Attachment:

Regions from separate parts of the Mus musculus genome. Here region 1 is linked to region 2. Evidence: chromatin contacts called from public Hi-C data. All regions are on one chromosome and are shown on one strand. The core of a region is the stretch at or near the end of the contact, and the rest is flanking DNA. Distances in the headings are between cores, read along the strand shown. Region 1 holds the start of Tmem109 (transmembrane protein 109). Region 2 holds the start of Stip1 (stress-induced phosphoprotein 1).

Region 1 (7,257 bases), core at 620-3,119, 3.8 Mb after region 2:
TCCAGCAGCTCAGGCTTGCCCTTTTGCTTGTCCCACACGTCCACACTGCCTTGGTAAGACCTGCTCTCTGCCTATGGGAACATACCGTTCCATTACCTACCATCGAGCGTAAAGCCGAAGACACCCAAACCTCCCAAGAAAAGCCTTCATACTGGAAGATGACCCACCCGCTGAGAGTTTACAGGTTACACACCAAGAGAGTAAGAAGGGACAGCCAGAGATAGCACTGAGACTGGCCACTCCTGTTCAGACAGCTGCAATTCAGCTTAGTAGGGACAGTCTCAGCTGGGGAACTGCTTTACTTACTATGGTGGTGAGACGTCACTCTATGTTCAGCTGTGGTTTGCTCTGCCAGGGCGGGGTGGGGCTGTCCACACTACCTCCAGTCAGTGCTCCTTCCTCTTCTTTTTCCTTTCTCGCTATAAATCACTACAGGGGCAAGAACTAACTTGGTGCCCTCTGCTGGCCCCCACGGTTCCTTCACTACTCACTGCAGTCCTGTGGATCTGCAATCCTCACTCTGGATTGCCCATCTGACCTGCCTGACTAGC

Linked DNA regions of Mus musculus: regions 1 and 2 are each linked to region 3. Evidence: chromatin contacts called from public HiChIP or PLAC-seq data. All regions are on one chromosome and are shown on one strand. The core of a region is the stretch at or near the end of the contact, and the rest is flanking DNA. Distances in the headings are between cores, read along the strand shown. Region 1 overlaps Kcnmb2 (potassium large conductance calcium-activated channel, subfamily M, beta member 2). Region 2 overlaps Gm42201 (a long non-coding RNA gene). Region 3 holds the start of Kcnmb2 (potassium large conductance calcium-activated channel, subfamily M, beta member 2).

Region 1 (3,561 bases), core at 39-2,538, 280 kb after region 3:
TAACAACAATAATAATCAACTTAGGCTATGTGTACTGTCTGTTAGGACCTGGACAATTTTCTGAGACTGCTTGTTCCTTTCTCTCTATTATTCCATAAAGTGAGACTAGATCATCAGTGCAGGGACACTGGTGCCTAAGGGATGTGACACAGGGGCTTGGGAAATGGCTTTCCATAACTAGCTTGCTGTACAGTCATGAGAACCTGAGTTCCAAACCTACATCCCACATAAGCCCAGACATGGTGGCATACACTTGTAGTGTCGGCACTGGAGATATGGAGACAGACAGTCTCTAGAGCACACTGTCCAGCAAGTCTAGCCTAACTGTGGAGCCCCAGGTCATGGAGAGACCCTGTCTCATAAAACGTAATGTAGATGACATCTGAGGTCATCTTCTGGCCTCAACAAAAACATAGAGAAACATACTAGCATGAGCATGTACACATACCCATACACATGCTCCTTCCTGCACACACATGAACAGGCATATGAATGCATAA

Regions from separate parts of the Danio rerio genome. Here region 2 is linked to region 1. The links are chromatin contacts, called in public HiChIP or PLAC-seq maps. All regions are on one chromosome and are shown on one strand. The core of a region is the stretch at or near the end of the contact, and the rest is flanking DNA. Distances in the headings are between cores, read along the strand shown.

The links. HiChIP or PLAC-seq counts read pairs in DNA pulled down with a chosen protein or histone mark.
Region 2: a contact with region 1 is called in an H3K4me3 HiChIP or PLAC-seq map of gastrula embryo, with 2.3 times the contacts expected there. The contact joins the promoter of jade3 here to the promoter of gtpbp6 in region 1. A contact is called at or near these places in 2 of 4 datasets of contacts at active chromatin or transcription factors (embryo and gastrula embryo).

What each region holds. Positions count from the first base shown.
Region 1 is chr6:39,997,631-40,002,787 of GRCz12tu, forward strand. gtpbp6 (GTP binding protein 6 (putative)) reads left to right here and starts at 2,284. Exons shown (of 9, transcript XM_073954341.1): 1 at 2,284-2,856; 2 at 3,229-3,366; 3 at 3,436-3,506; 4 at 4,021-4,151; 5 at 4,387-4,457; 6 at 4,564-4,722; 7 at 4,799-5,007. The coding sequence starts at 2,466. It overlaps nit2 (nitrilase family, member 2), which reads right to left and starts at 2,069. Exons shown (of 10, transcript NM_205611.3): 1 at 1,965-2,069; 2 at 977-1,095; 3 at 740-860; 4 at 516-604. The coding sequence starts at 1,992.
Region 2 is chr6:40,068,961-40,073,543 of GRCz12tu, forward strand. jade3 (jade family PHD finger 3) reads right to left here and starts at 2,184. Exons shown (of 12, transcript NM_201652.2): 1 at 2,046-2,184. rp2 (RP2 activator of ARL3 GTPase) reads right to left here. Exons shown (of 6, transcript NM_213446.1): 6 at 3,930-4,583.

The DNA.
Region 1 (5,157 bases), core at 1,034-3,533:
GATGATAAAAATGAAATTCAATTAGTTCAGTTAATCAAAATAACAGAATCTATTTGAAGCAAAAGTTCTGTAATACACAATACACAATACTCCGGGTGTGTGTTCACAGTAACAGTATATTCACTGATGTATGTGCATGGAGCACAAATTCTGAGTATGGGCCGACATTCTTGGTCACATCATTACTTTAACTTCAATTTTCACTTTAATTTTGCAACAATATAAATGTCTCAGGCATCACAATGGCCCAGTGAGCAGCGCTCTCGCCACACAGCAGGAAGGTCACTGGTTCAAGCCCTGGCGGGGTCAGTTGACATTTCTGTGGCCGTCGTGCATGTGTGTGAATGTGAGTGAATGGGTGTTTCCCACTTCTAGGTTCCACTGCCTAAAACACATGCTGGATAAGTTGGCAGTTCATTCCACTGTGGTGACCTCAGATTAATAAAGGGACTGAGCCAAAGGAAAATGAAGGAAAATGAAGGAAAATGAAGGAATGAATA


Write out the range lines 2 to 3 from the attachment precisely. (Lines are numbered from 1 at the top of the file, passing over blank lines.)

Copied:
Region 1 (7,257 bases), core at 620-3,119, 3.8 Mb after region 2:
TCCAGCAGCTCAGGCTTGCCCTTTTGCTTGTCCCACACGTCCACACTGCCTTGGTAAGACCTGCTCTCTGCCTATGGGAACATACCGTTCCATTACCTACCATCGAGCGTAAAGCCGAAGACACCCAAACCTCCCAAGAAAAGCCTTCATACTGGAAGATGACCCACCCGCTGAGAGTTTACAGGTTACACACCAAGAGAGTAAGAAGGGACAGCCAGAGATAGCACTGAGACTGGCCACTCCTGTTCAGACAGCTGCAATTCAGCTTAGTAGGGACAGTCTCAGCTGGGGAACTGCTTTACTTACTATGGTGGTGAGACGTCACTCTATGTTCAGCTGTGGTTTGCTCTGCCAGGGCGGGGTGGGGCTGTCCACACTACCTCCAGTCAGTGCTCCTTCCTCTTCTTTTTCCTTTCTCGCTATAAATCACTACAGGGGCAAGAACTAACTTGGTGCCCTCTGCTGGCCCCCACGGTTCCTTCACTACTCACTGCAGTCCTGTGGATCTGCAATCCTCACTCTGGATTGCCCATCTGACCTGCCTGACTAGC